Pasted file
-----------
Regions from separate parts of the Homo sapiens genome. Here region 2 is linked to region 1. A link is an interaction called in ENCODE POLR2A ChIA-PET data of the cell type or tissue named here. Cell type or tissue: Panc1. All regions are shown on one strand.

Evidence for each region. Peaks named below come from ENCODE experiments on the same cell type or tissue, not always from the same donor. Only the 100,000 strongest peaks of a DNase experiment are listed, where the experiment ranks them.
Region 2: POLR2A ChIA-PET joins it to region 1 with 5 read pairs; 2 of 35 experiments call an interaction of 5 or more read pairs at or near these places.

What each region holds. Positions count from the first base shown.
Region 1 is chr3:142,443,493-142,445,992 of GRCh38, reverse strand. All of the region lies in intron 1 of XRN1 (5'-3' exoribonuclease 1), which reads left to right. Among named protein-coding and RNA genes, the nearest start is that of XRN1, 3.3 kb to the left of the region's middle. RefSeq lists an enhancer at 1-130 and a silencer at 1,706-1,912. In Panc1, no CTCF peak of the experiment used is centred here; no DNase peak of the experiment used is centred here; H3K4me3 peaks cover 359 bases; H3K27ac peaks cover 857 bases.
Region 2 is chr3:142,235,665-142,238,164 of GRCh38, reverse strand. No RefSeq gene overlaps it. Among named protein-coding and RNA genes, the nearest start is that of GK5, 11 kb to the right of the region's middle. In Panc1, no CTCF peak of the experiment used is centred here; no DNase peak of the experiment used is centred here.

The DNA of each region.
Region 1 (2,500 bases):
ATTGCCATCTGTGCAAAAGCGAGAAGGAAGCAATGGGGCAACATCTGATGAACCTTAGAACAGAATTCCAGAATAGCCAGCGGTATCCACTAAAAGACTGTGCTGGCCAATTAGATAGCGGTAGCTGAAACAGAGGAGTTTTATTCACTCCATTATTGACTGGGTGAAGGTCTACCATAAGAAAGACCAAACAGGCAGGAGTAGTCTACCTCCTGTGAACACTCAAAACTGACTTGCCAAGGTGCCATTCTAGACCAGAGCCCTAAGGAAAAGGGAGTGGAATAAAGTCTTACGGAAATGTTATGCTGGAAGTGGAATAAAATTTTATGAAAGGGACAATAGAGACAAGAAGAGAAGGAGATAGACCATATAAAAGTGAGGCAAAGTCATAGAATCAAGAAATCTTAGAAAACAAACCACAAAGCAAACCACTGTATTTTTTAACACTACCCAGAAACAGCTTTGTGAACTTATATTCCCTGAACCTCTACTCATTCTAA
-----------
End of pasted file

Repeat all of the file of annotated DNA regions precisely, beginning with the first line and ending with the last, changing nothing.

Regions from separate parts of the Homo sapiens genome. Here region 2 is linked to region 1. A link is an interaction called in ENCODE POLR2A ChIA-PET data of the cell type or tissue named here. Cell type or tissue: Panc1. All regions are shown on one strand.

Evidence for each region. Peaks named below come from ENCODE experiments on the same cell type or tissue, not always from the same donor. Only the 100,000 strongest peaks of a DNase experiment are listed, where the experiment ranks them.
Region 2: POLR2A ChIA-PET joins it to region 1 with 5 read pairs; 2 of 35 experiments call an interaction of 5 or more read pairs at or near these places.

What each region holds. Positions count from the first base shown.
Region 1 is chr3:142,443,493-142,445,992 of GRCh38, reverse strand. All of the region lies in intron 1 of XRN1 (5'-3' exoribonuclease 1), which reads left to right. Among named protein-coding and RNA genes, the nearest start is that of XRN1, 3.3 kb to the left of the region's middle. RefSeq lists an enhancer at 1-130 and a silencer at 1,706-1,912. In Panc1, no CTCF peak of the experiment used is centred here; no DNase peak of the experiment used is centred here; H3K4me3 peaks cover 359 bases; H3K27ac peaks cover 857 bases.
Region 2 is chr3:142,235,665-142,238,164 of GRCh38, reverse strand. No RefSeq gene overlaps it. Among named protein-coding and RNA genes, the nearest start is that of GK5, 11 kb to the right of the region's middle. In Panc1, no CTCF peak of the experiment used is centred here; no DNase peak of the experiment used is centred here.

The DNA of each region.
Region 1 (2,500 bases):
ATTGCCATCTGTGCAAAAGCGAGAAGGAAGCAATGGGGCAACATCTGATGAACCTTAGAACAGAATTCCAGAATAGCCAGCGGTATCCACTAAAAGACTGTGCTGGCCAATTAGATAGCGGTAGCTGAAACAGAGGAGTTTTATTCACTCCATTATTGACTGGGTGAAGGTCTACCATAAGAAAGACCAAACAGGCAGGAGTAGTCTACCTCCTGTGAACACTCAAAACTGACTTGCCAAGGTGCCATTCTAGACCAGAGCCCTAAGGAAAAGGGAGTGGAATAAAGTCTTACGGAAATGTTATGCTGGAAGTGGAATAAAATTTTATGAAAGGGACAATAGAGACAAGAAGAGAAGGAGATAGACCATATAAAAGTGAGGCAAAGTCATAGAATCAAGAAATCTTAGAAAACAAACCACAAAGCAAACCACTGTATTTTTTAACACTACCCAGAAACAGCTTTGTGAACTTATATTCCCTGAACCTCTACTCATTCTAA